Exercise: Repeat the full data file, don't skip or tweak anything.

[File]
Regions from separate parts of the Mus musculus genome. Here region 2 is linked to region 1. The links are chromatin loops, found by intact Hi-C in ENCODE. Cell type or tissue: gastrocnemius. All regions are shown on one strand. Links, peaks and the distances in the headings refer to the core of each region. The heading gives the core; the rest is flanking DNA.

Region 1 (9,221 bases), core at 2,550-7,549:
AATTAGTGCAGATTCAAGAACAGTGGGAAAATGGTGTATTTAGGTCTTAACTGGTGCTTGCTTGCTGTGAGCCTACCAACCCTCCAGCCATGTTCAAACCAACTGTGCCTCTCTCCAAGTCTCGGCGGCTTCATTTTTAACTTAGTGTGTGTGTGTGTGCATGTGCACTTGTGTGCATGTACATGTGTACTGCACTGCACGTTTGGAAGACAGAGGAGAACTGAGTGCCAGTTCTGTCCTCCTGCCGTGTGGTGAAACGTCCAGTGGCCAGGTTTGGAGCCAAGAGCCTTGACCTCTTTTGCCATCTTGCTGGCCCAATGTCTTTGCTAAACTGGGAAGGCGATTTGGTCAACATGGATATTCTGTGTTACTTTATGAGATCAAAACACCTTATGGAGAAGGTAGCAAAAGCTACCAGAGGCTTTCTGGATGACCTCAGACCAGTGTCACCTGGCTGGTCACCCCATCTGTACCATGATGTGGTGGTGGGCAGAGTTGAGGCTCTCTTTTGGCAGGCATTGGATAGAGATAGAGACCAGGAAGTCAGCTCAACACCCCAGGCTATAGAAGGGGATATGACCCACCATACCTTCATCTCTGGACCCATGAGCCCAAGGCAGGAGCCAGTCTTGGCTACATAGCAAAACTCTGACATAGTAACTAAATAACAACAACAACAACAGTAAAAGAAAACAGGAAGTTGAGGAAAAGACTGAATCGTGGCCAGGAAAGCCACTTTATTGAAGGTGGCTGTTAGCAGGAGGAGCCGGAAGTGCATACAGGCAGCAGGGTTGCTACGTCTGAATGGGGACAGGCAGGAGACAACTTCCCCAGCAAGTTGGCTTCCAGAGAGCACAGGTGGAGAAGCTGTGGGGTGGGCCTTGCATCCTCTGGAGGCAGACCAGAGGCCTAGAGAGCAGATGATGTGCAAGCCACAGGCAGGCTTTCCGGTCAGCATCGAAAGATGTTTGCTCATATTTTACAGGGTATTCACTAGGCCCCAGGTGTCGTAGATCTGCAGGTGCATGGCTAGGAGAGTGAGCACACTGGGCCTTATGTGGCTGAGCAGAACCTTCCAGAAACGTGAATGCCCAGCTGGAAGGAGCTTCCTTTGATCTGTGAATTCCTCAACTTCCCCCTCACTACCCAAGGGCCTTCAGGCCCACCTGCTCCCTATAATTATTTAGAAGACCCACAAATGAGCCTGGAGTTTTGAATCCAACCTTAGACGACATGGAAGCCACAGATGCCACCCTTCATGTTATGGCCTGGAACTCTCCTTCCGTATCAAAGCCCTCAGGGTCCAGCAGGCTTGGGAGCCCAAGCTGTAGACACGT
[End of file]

Regions from separate parts of the Mus musculus genome. Here region 2 is linked to region 1. The links are chromatin loops, found by intact Hi-C in ENCODE. Cell type or tissue: gastrocnemius. All regions are shown on one strand. Links, peaks and the distances in the headings refer to the core of each region. The heading gives the core; the rest is flanking DNA.

Region 1 (9,221 bases), core at 2,550-7,549:
AATTAGTGCAGATTCAAGAACAGTGGGAAAATGGTGTATTTAGGTCTTAACTGGTGCTTGCTTGCTGTGAGCCTACCAACCCTCCAGCCATGTTCAAACCAACTGTGCCTCTCTCCAAGTCTCGGCGGCTTCATTTTTAACTTAGTGTGTGTGTGTGTGCATGTGCACTTGTGTGCATGTACATGTGTACTGCACTGCACGTTTGGAAGACAGAGGAGAACTGAGTGCCAGTTCTGTCCTCCTGCCGTGTGGTGAAACGTCCAGTGGCCAGGTTTGGAGCCAAGAGCCTTGACCTCTTTTGCCATCTTGCTGGCCCAATGTCTTTGCTAAACTGGGAAGGCGATTTGGTCAACATGGATATTCTGTGTTACTTTATGAGATCAAAACACCTTATGGAGAAGGTAGCAAAAGCTACCAGAGGCTTTCTGGATGACCTCAGACCAGTGTCACCTGGCTGGTCACCCCATCTGTACCATGATGTGGTGGTGGGCAGAGTTGAGGCTCTCTTTTGGCAGGCATTGGATAGAGATAGAGACCAGGAAGTCAGCTCAACACCCCAGGCTATAGAAGGGGATATGACCCACCATACCTTCATCTCTGGACCCATGAGCCCAAGGCAGGAGCCAGTCTTGGCTACATAGCAAAACTCTGACATAGTAACTAAATAACAACAACAACAACAGTAAAAGAAAACAGGAAGTTGAGGAAAAGACTGAATCGTGGCCAGGAAAGCCACTTTATTGAAGGTGGCTGTTAGCAGGAGGAGCCGGAAGTGCATACAGGCAGCAGGGTTGCTACGTCTGAATGGGGACAGGCAGGAGACAACTTCCCCAGCAAGTTGGCTTCCAGAGAGCACAGGTGGAGAAGCTGTGGGGTGGGCCTTGCATCCTCTGGAGGCAGACCAGAGGCCTAGAGAGCAGATGATGTGCAAGCCACAGGCAGGCTTTCCGGTCAGCATCGAAAGATGTTTGCTCATATTTTACAGGGTATTCACTAGGCCCCAGGTGTCGTAGATCTGCAGGTGCATGGCTAGGAGAGTGAGCACACTGGGCCTTATGTGGCTGAGCAGAACCTTCCAGAAACGTGAATGCCCAGCTGGAAGGAGCTTCCTTTGATCTGTGAATTCCTCAACTTCCCCCTCACTACCCAAGGGCCTTCAGGCCCACCTGCTCCCTATAATTATTTAGAAGACCCACAAATGAGCCTGGAGTTTTGAATCCAACCTTAGACGACATGGAAGCCACAGATGCCACCCTTCATGTTATGGCCTGGAACTCTCCTTCCGTATCAAAGCCCTCAGGGTCCAGCAGGCTTGGGAGCCCAAGCTGTAGACACGT